[Archive] warping foamcore?



I’ve just noticed that the walls of a tower I built are warping. Given the direction of the warping, I suppose it must be be to the amount of glue I used, as the hundreds of bricks were all individually textured, cut and glued in place.

Here’s the question: How can I stop it? Should I make all the walls of structures twice as thick by hot melt gluing another sheet of foamcore to the back side?

I’m planning on making a structure with a removable roof and painted inside, and really want to avoid having the walls warp.

Any advice would be appreciated!


You could try bracing the opposite side of the glue joins. Try gluing bits of plasticard on the back, or cut channels into the foam and apply the bracing there.

Warping is a big issue when preparing masonite for painting and the general solution was after you paint the gesso on one side, you paint an X of thick gesso on the other side. As the material dries it shrinks and the tension pulls at the corners and because its relatively equal on both sides, it would eventually become flat.

I’m not sure these will help you, but maybe they’ll suggest an idea that does to you.


Well, I’m planning on using slats of wood (read: distressed and cut-to-size Starbucks Stir Sticks) on the outside.

One thing I just thought of is buying a sheet of plastic that’s about 3mm thick and using that as a backing. I found out that you can buy sheets of plastic at RONA, which are normally used for covering florescent light fixtures. Might be a good solution, but the cutting might be difficult. Plus, I’m cheap.

Alternatively, do you think what I suggested above would work? It may be the most cost effective solution.

After all, I wouldn’t want the walls of the Whateley farmhouse to warp…


I wouldn’t use whole sheets to back the foamcore, as you’ll need more glue to put it on and that will warp too. The stir sticks sounds like they’re you’re best bet.  As for the plastic - sheet styrene isn’t that expensive and is very easy to cut, so my bet is still on that. You can buy it pretty thick.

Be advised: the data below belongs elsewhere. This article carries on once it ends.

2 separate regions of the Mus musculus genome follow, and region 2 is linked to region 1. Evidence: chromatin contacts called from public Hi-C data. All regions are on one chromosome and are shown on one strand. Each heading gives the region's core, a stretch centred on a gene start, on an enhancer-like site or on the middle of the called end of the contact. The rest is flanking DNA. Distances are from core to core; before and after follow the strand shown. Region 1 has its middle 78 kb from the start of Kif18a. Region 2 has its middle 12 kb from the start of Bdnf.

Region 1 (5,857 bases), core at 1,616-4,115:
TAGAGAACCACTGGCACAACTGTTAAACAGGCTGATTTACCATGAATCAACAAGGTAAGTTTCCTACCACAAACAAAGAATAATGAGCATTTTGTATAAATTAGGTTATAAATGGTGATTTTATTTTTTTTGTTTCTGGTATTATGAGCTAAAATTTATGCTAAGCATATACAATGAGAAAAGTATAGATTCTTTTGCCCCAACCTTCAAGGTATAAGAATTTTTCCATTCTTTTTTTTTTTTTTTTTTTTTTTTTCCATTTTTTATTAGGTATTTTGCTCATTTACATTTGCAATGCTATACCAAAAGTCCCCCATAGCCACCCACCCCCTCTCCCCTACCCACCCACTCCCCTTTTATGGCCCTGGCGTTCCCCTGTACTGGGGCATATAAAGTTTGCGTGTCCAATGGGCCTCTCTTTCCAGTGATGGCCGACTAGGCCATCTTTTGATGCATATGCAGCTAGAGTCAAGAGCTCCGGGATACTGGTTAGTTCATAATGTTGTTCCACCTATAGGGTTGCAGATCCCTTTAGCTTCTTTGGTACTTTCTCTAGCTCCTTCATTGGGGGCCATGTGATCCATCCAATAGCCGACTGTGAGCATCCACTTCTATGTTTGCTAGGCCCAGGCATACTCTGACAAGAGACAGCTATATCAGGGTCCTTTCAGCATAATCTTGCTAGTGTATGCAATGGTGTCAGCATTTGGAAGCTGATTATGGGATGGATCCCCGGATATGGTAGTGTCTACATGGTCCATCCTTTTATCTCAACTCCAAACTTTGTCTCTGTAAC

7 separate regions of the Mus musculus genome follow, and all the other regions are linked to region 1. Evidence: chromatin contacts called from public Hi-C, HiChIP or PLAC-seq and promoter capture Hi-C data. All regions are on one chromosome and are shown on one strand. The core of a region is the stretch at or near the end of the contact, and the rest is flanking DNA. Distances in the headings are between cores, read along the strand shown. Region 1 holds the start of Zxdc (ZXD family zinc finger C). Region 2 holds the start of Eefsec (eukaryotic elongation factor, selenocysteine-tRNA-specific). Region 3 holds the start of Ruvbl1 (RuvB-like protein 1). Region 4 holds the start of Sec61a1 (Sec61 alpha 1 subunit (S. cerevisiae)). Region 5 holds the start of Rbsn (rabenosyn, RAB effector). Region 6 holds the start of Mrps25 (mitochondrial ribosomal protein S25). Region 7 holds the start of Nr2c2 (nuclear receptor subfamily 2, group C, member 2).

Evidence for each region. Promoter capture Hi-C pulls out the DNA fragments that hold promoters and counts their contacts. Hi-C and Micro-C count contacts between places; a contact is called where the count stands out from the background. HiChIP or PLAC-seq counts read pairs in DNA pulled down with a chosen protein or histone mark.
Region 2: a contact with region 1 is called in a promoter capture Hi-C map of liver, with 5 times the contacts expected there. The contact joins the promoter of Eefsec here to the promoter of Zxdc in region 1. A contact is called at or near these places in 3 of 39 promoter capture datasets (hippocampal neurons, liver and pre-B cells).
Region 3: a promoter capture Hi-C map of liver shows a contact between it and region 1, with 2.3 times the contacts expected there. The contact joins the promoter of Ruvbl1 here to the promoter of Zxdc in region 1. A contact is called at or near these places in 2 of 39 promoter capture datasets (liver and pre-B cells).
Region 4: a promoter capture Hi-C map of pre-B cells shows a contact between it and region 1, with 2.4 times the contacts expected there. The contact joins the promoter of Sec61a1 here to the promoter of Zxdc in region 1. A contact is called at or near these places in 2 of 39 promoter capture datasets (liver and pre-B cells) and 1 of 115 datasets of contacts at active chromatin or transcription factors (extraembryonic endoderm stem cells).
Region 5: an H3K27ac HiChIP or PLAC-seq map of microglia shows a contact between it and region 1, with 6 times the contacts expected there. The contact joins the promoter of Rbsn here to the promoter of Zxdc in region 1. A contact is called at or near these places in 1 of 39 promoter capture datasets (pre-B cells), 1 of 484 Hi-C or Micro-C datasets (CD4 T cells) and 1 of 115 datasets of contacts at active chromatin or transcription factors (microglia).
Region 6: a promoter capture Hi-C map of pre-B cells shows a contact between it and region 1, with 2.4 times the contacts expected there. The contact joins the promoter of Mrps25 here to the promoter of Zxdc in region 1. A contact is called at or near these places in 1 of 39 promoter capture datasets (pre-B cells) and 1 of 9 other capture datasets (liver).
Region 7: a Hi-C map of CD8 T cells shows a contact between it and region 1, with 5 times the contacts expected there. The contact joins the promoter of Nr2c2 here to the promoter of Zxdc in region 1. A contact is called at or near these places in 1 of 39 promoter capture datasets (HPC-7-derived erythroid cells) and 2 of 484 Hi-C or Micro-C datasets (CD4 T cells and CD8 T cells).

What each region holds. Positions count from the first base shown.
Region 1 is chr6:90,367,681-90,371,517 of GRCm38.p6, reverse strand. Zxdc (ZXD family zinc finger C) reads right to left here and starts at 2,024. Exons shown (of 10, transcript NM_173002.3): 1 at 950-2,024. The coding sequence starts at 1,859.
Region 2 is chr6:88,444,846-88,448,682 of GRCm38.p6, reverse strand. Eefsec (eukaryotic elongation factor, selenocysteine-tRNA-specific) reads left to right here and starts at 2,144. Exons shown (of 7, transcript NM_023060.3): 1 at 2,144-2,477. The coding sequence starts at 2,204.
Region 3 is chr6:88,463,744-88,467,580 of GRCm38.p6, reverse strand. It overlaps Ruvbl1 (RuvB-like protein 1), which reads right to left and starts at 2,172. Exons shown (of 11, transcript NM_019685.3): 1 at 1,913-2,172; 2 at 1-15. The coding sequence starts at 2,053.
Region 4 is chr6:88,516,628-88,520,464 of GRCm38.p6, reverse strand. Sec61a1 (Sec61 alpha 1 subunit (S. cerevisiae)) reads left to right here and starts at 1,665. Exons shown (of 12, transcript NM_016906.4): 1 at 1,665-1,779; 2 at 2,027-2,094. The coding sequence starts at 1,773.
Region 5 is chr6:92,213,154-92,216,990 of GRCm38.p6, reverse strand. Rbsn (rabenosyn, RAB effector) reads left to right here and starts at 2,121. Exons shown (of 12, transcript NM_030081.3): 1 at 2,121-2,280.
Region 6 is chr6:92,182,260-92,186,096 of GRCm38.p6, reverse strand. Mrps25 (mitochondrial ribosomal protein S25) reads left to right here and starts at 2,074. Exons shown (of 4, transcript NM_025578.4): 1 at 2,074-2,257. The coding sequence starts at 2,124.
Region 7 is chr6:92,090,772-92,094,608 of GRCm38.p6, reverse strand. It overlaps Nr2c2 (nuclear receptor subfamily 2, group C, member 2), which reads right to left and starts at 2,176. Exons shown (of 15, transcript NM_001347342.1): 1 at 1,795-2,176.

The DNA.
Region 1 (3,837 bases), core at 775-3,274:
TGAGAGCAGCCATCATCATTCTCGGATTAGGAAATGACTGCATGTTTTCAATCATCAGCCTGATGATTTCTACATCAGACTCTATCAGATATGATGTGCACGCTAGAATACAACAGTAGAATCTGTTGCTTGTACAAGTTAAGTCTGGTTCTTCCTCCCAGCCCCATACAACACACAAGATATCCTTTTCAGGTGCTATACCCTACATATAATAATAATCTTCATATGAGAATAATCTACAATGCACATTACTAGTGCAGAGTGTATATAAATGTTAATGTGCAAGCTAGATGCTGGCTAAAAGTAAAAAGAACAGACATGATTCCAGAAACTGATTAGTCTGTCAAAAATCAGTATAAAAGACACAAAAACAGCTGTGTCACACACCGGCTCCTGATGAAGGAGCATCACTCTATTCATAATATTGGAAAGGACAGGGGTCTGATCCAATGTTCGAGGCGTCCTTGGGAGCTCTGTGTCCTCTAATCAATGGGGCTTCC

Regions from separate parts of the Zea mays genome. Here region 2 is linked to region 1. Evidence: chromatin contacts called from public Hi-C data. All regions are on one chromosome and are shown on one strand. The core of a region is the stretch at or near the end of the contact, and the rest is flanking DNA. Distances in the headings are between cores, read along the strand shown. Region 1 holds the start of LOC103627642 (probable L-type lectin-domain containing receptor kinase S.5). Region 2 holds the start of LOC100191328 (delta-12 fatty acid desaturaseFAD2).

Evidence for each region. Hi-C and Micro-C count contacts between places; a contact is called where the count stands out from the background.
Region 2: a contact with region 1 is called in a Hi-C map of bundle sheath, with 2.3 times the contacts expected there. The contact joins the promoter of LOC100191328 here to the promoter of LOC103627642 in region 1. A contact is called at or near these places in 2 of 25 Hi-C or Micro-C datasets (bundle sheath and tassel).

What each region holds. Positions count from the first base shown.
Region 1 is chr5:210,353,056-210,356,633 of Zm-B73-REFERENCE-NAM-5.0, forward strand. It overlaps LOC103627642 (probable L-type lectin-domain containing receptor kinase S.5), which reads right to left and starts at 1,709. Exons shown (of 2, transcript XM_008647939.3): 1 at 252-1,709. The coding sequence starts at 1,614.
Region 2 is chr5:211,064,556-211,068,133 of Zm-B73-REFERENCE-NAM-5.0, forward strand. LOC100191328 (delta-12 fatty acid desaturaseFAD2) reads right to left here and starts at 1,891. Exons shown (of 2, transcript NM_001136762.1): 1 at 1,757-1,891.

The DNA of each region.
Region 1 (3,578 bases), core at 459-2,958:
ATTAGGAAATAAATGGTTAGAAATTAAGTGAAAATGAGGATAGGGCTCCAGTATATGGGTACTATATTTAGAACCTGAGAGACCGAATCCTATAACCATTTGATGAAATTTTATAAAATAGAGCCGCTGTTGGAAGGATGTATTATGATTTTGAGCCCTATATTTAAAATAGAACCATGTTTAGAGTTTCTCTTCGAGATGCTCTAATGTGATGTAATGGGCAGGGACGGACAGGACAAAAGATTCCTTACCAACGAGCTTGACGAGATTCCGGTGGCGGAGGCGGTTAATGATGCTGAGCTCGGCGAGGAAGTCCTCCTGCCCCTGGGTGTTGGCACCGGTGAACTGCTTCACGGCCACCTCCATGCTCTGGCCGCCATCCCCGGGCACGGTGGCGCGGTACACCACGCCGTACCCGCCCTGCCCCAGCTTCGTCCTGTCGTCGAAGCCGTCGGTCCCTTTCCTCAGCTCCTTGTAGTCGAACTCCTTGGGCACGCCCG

How big are you building this thing??

Also, on my travels I found this:


Looks okay and it should scale okay for 25-28mm terrain, I think. It stands 8.5" tall and is 1/87 scale, supposedly, but from looking at the pics online, those numbers don’t make sense to me. Might be a tad small in the doorways. You should do some research on it if it appeals to you.


I’ve done some rough doodles - I think that a size of about 10" (depth) x 14" (length) x8" (height, plus roof peak). I’m also planning a covered porch which wraps around two sides of the structure… Although, I think I’ll find a copy of ‘The Dunwich Horror’ (1970) to download and watch tonight for some more inspiration. Dean Stockwell rules. I might cut some old boxes apart to try to see if the size is really correct, and leaves enough room inside for the Threshold agents/Investigators to move around.

Maybe if I made some kind if ‘chair-rail’ woodwork on the interior walls it could help prevent the warping. However, I want to make the exterior planks run vertically, so that may be a problem. What about the adhesive drywall mesh-tape? Maybe I could just cut that to size and place it on the foamcore I’ll be using for the walls, and use that to put the planks on top of that. I’m pretty sure it’s adhesive on both sides, so that may solve the glue/warp issue as well,and with the chair rail woodwork inside and some drywall mud to simulate plaster, that just might work. And, as there will be floors, those will help with the rigidity. Maybe some balsa ‘roof beams’ could help as well. although they may make moving things around inside difficult.

It’s a really ambitious project, but I’m really excited to get some ‘pulp/Call of Cthulhu’-style scenery built. My wife suggested an asylum, but that would be even more ambitious than this! I’ve had no luck coming up with an Innsmouth Waterfront schematic. However, I did manage to find a place that sold a cool-looking ‘Cthuloid’ miniature: http://www.mirliton.it/product_info.php?pName=hell-beast&cName=nightmares-28mm

However, I’m putting any miniature purchases on hold until I finish a bunch of scenery to use them with. Things are really tight financially around here, and I know I can get lots of projects completed with a very small investment.

Thanks a lot for your advice - it’s much appreciated!


Here are some great paper models which can be downloaded - might be a quick and easy way to get the proportions right…
Phantom Manor Paper Model kit


I’d use maybe 2mm styrene/ plasticard.  I really can’t see that warping.

If nobody is going to see it you can cut thick plasticard really quickly. Score it a few times, using a metal rule over plastic ;), then bend and snap. Mostly it makes quite a clean break.


I saw this at the hardware store, and think it just may work…


~2’x~4’. approx 3mm thick… for $16CAN? Might be worth checking out…


Apparently, it’s quite brittle - but that’s good. I may pick up a sheet tomorrow. Now, the big question: How can I get things to stick to it properly? For example, I can’t really just smear some drywall compound on the plastic and expect it to be secure… Maybe mesh tape the interior and exterior walls? Thoughts?